Ban discussed the commission with Iraqi President Jalal Talabani during the weekend, the U.N. news center reports.
Talabani said in his address before the U.N. General Assembly in New York that the United Nations should convene a special tribunal to examine what his country calls Bloody Wednesday.
A series of coordinated attacks hit several government buildings near the heavily fortified Green Zone on the morning of Aug. 19, killing more than 100 people and injuring thousands more.
Iraqi television later showed confessions from alleged perpetrators who pointed to Baath Party supporters in Syria as the masterminds of the plot. Damascus denied it played a role in the plot, and a division of al-Qaida in Iraq issued its own statement of responsibility for the attack.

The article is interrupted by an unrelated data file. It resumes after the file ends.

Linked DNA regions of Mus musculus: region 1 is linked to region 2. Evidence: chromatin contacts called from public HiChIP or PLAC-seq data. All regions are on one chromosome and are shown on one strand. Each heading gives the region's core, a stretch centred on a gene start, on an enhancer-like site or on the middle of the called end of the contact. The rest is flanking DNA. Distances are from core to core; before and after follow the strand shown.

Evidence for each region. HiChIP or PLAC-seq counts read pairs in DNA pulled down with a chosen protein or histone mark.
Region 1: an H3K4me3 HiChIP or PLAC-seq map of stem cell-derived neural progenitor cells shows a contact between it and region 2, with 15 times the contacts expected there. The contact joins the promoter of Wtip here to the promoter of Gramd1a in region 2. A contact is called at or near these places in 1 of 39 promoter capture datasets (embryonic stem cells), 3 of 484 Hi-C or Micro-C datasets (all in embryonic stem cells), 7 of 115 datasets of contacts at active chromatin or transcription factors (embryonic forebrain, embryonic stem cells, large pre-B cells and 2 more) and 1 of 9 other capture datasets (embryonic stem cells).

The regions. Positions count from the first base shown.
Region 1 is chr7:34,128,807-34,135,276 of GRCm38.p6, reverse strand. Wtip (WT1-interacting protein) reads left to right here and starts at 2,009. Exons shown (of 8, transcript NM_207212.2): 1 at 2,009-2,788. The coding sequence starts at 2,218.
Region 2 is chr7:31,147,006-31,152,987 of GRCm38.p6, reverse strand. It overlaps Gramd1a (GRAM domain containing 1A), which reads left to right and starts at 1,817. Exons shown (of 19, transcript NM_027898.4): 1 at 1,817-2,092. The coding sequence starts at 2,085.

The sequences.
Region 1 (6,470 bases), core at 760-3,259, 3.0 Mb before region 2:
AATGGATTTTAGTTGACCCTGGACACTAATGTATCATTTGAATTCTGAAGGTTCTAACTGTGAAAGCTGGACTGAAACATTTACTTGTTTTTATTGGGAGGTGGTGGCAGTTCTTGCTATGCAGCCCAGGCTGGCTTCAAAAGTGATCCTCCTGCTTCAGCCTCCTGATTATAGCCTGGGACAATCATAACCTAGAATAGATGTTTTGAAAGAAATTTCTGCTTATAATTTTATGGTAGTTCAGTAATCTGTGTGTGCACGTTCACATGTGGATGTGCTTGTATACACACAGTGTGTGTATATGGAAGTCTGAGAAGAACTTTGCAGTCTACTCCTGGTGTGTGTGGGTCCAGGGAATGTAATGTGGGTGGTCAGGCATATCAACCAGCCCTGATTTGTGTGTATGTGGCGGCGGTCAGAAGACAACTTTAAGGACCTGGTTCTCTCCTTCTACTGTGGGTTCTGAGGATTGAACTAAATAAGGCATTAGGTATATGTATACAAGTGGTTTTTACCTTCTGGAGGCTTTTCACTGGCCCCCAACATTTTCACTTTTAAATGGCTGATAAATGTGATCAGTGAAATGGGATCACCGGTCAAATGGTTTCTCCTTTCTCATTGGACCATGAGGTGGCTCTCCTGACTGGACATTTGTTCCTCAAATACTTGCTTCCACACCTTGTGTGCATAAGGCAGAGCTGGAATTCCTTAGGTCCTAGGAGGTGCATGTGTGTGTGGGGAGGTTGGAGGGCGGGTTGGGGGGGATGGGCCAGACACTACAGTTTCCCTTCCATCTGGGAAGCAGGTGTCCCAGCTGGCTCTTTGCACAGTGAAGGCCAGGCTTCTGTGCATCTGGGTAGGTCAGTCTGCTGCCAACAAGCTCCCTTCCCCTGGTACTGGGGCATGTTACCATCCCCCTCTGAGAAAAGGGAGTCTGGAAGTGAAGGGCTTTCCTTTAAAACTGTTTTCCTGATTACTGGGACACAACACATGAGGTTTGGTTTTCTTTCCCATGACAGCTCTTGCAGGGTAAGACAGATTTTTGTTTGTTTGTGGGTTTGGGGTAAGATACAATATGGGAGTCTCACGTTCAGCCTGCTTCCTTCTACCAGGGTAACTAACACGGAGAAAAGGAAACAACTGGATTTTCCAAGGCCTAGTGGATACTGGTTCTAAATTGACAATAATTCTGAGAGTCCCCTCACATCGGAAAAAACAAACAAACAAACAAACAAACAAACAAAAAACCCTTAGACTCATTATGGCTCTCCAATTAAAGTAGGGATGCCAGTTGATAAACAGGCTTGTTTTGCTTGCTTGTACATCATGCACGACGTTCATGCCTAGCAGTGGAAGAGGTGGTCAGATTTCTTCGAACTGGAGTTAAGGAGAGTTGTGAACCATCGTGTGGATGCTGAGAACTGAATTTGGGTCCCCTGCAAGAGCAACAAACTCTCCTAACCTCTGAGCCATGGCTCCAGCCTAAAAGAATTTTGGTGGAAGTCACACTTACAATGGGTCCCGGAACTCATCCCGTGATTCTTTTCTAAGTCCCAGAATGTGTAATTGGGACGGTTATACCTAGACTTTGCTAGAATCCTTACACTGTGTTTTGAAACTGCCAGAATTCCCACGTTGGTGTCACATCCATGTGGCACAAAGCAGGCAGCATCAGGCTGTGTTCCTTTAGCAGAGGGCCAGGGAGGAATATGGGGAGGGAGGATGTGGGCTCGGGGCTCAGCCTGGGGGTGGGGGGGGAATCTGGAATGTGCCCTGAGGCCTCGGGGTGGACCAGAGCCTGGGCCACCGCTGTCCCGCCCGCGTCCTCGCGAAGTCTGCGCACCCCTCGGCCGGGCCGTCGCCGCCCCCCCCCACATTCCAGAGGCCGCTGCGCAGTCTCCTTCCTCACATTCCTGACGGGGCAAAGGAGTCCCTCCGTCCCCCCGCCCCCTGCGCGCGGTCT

Ankara attempted to repair Iraqi-Syrian ties in the wake of the Aug.19 attacks by hosting leaders from Baghdad, Damascus and the Arab League for a multilateral meeting.
Iraqi Prime Minister Nouri al-Maliki, however, described those efforts as largely ineffective.
Meanwhile, members and supporters of the Baath Party in Damascus told Asia Times the group lacks the ability to carry out such a large-scale attack.
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